China Reveals Astounding Pictures Of The Far Side Of The Moon
By Yimin Huang, 12 Jul 2019
China’s lunar lander, ‘Chang’e-4’, has delivered more incredible pictures of the far side of the moon from its space-office.
The China National Space Administration (CNSA) has been exploring the side of the moon facing away from Earth, a place that has been relatively unknown. ‘Chang’e-4’ and its ‘Yutu-2’ (Jade Rabbit 2) lunar rover soft-landed on the moon’s far side in January, the first time any nation has accomplished that.
The lander and rover have collected new images from the distant side, one showing a zigzag print left behind by the rover in lunar dust, and the other showing the rover looking back at the lander as they are separated by vast, desolate lunar land.
However, the mission does not merely aim to take a closer look at the far side. Research into the composition of the lunar surface and mantle, as well as investigations into whether the moon can support certain life, have been carried out.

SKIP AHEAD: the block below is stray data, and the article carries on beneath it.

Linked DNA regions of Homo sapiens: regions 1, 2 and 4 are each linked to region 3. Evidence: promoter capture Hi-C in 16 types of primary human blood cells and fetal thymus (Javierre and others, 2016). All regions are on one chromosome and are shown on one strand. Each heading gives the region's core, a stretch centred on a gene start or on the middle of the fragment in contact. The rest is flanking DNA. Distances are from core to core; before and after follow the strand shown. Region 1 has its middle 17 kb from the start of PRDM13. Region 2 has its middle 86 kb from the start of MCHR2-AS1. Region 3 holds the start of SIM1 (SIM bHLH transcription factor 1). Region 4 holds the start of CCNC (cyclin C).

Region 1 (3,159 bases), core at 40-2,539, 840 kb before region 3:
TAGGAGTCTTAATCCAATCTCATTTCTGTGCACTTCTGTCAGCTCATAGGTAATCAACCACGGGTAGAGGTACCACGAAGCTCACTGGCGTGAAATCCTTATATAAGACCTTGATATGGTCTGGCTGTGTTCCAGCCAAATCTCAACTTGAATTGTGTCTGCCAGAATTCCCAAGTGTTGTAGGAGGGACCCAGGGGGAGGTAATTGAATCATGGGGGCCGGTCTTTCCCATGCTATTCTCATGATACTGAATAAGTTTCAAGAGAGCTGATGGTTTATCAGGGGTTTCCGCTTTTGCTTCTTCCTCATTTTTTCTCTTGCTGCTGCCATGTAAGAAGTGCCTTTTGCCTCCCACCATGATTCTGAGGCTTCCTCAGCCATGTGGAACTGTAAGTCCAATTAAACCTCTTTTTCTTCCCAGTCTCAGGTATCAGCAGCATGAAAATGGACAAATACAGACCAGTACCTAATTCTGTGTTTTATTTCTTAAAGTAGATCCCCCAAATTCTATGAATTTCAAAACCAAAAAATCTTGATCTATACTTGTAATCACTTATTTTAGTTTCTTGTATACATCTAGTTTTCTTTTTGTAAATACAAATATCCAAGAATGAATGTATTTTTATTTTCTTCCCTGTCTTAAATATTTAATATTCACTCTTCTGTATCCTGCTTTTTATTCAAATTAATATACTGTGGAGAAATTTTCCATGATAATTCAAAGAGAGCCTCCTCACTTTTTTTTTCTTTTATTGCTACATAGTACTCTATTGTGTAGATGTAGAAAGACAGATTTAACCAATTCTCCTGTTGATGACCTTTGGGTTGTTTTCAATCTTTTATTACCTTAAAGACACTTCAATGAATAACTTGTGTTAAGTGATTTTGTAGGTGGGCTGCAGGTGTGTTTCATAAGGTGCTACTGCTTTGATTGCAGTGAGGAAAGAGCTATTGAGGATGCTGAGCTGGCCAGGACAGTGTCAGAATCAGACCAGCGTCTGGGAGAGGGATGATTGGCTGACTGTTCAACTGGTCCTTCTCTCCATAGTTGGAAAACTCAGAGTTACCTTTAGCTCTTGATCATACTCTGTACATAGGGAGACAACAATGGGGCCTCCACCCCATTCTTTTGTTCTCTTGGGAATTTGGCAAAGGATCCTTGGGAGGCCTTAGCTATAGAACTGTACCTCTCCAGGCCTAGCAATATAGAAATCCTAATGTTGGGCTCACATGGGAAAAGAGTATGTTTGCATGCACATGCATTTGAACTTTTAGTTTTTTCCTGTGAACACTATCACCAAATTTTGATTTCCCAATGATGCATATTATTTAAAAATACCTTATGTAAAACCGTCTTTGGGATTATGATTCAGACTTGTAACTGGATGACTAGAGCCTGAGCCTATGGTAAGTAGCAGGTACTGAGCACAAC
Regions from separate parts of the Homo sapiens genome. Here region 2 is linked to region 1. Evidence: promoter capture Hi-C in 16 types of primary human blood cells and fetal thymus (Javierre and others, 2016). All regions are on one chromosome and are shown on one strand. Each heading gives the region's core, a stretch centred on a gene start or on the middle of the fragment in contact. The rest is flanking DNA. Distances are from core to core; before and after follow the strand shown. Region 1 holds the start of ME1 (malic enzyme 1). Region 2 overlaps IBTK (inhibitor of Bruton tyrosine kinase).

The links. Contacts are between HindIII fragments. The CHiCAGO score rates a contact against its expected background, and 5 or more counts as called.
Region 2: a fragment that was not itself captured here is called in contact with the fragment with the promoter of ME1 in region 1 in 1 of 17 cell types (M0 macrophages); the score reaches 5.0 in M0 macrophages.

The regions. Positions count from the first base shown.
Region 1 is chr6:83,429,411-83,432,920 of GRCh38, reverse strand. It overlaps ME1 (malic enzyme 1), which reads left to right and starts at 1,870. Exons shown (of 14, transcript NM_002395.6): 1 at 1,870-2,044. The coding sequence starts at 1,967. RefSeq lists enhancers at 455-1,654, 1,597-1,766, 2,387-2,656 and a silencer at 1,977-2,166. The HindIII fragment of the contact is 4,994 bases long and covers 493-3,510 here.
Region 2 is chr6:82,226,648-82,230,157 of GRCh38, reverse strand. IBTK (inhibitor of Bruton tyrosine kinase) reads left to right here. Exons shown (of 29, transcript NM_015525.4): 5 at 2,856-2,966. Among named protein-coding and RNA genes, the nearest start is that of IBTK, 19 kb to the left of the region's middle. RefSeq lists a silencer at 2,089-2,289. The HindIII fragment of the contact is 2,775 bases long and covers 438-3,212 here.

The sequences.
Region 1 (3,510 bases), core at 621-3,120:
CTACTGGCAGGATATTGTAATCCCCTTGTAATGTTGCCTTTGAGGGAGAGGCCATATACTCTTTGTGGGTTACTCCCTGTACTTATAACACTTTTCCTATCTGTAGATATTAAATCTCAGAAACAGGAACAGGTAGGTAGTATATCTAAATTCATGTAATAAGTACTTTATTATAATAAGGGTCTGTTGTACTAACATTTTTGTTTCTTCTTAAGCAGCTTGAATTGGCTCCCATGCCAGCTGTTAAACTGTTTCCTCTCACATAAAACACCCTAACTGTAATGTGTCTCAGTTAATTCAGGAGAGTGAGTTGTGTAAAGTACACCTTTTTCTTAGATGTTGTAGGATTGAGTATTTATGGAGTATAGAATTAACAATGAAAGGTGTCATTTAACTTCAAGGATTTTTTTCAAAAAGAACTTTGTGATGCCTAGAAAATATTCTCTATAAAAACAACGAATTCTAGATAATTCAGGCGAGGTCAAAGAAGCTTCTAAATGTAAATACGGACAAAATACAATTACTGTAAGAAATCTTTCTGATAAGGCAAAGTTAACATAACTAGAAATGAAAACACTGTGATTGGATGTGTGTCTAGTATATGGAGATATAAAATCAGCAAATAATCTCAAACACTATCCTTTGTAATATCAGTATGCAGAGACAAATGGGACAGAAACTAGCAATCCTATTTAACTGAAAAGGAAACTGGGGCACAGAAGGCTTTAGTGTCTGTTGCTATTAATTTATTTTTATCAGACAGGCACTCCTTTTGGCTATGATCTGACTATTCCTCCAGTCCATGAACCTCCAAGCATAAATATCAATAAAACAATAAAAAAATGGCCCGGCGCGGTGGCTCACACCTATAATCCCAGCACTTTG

A small ecosystem that included seeds, fruit fly eggs and yeast were taken to the moon. Only the seeds sprouted, but they too died when the temperature fell.
Andrew Jones, a reporter who covers China’s space program, revealed that the rover is still driving, but no roving distance has been disclosed during its seventh lunar day. The rover and lander are expected to rest for a few weeks before continuing on their picture-taking and research activities.
China is not stopping at another lunar mission ‘Chang’e-5’ is launching later this year, with the ambitious goal of returning lunar samples to Earth for the first time since Russia did in the 1970s.
China's Chang'e-4 probe switches to dormant mode for the lunar night on the far side of the moon pic.twitter.com/kepZMDlUXN— China Focus (@China__Focus) July 10, 2019
Mystery unveiled at last? Measurements taken by China’s lunar rover Yutu-2 from the Chang’e-4 mission to the far side of the Moon have revealed evidence of mantle material, which has eluded investigators for years. Rock samples will be needed confirm the findings. pic.twitter.com/ol5SUyRfNG— People's Daily, China (@PDChina) May 16, 2019
[via CNET, cover image via Shutterstock]
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